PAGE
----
Unfortunately, the COVID-19 pandemic is unlikely to be the last one that we experience. But there are things that we can do on a societal and national level to minimise the chances of a new pandemic occurring, and to ensure that the world is better prepared when one does occur.
Pandemic-causing viruses typically circulate in a population of animals before they jump to humans. So cutting down on activities that put us in close contact with wild animals, such as wildlife trading and ‘wet’ markets, will reduce the chances of a virus jumping from animals to humans. Tackling deforestation and climate change will also help, as both of these problems can lead humans to migrate into new areas where wild animals live.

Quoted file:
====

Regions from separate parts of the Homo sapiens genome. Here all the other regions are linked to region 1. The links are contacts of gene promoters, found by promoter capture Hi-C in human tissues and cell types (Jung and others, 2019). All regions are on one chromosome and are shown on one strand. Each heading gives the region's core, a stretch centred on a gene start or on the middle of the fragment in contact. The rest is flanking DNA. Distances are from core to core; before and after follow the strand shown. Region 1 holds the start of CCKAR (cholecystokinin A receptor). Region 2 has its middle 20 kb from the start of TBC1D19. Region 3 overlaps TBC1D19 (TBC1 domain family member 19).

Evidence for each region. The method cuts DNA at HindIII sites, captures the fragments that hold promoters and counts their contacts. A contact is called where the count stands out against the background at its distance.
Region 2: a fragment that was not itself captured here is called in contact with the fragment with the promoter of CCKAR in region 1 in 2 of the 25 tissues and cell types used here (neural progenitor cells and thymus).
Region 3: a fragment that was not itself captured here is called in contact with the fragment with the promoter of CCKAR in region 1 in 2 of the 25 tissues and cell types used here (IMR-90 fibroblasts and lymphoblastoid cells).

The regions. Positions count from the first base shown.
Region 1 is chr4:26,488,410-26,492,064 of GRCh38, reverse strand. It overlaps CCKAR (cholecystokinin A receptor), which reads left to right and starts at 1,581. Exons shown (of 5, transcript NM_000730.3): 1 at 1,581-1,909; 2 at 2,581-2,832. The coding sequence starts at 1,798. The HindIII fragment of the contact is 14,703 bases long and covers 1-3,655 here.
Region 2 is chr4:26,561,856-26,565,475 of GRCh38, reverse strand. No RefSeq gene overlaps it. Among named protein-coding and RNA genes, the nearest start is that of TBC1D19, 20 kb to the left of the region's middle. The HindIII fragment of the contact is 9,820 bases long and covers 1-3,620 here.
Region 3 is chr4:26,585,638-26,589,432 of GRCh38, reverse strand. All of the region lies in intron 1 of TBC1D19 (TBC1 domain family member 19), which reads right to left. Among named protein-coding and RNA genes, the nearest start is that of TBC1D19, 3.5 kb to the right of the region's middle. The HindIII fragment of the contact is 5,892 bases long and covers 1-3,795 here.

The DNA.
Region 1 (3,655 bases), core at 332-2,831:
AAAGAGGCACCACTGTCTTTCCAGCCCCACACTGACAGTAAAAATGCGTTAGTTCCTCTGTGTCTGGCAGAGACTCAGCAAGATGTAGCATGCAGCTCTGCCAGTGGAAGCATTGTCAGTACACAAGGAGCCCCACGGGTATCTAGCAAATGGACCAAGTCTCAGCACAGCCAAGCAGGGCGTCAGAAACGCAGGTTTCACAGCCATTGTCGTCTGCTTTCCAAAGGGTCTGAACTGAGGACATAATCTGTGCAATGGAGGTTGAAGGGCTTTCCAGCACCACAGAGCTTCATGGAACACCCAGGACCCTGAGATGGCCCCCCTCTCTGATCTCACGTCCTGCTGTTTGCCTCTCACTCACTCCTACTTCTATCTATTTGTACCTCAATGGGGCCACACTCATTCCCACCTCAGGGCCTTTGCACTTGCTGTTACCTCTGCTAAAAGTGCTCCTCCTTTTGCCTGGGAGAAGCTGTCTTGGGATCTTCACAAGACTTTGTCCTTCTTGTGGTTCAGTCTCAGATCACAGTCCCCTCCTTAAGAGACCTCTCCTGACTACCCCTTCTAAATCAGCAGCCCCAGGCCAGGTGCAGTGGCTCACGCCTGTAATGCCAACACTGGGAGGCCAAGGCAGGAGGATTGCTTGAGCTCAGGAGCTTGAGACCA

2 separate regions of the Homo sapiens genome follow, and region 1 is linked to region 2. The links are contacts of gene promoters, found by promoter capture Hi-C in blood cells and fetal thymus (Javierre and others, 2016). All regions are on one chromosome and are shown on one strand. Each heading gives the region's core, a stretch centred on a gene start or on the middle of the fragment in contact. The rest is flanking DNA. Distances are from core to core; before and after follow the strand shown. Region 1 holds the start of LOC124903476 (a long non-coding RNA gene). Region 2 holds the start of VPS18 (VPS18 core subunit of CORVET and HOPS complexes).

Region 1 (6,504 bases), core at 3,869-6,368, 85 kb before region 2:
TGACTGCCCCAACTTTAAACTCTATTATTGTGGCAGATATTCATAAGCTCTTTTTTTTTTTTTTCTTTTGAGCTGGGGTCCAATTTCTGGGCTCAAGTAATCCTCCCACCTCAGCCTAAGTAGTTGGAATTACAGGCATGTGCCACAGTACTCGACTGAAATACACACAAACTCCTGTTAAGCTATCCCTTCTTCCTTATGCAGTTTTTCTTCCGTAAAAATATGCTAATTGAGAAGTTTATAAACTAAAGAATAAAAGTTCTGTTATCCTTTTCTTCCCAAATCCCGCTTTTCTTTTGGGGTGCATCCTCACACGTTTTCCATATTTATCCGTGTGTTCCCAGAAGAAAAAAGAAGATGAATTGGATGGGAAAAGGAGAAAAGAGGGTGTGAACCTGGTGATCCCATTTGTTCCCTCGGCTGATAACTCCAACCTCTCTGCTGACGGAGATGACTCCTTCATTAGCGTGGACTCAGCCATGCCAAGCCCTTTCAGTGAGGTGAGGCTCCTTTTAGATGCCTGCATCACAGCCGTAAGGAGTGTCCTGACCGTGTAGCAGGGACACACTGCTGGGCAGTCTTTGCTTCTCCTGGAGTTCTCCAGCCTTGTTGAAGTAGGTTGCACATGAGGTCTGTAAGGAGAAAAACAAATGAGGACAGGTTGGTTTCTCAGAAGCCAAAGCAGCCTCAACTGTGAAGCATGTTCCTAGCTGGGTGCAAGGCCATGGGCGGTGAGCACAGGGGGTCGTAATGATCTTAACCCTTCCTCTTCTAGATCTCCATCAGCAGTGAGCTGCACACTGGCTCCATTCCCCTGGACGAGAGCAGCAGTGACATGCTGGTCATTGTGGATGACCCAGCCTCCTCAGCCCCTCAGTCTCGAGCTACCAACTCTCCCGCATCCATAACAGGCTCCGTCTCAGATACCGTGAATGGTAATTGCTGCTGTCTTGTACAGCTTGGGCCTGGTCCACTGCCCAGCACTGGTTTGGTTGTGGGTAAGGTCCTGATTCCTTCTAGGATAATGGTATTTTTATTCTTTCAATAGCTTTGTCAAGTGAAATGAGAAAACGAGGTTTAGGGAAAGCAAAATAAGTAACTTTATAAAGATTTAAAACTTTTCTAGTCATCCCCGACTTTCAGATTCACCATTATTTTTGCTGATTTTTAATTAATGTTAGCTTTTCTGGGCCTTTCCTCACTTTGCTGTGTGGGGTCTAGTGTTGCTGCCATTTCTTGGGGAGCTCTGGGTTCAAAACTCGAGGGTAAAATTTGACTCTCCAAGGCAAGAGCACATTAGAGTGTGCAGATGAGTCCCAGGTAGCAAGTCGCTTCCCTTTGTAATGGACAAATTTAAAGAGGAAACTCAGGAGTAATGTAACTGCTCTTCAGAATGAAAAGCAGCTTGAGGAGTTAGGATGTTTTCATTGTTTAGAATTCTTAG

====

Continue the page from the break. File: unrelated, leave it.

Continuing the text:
Second, we need countries around the world to strengthen their surveillance of existing viruses, and we need to watch for any new viruses emerging in wild animals. The coronavirus that causes COVID-19 is thought to have originally come from bats, but viruses can reside in many other animals, including pigs, monkeys and birds. We also need systems in place so that any new type of human infection is rapidly identified and globally reported.
Finally, we need to strengthen countries’ public health infrastructure. At the start of the COVID-19 pandemic, many countries struggled to develop robust national testing and tracing programmes. With these programmes in place, we would be able to contain new outbreaks more rapidly. We can also ensure that we have vaccine development and manufacturing facilities in place that can rapidly create vaccines for new diseases.
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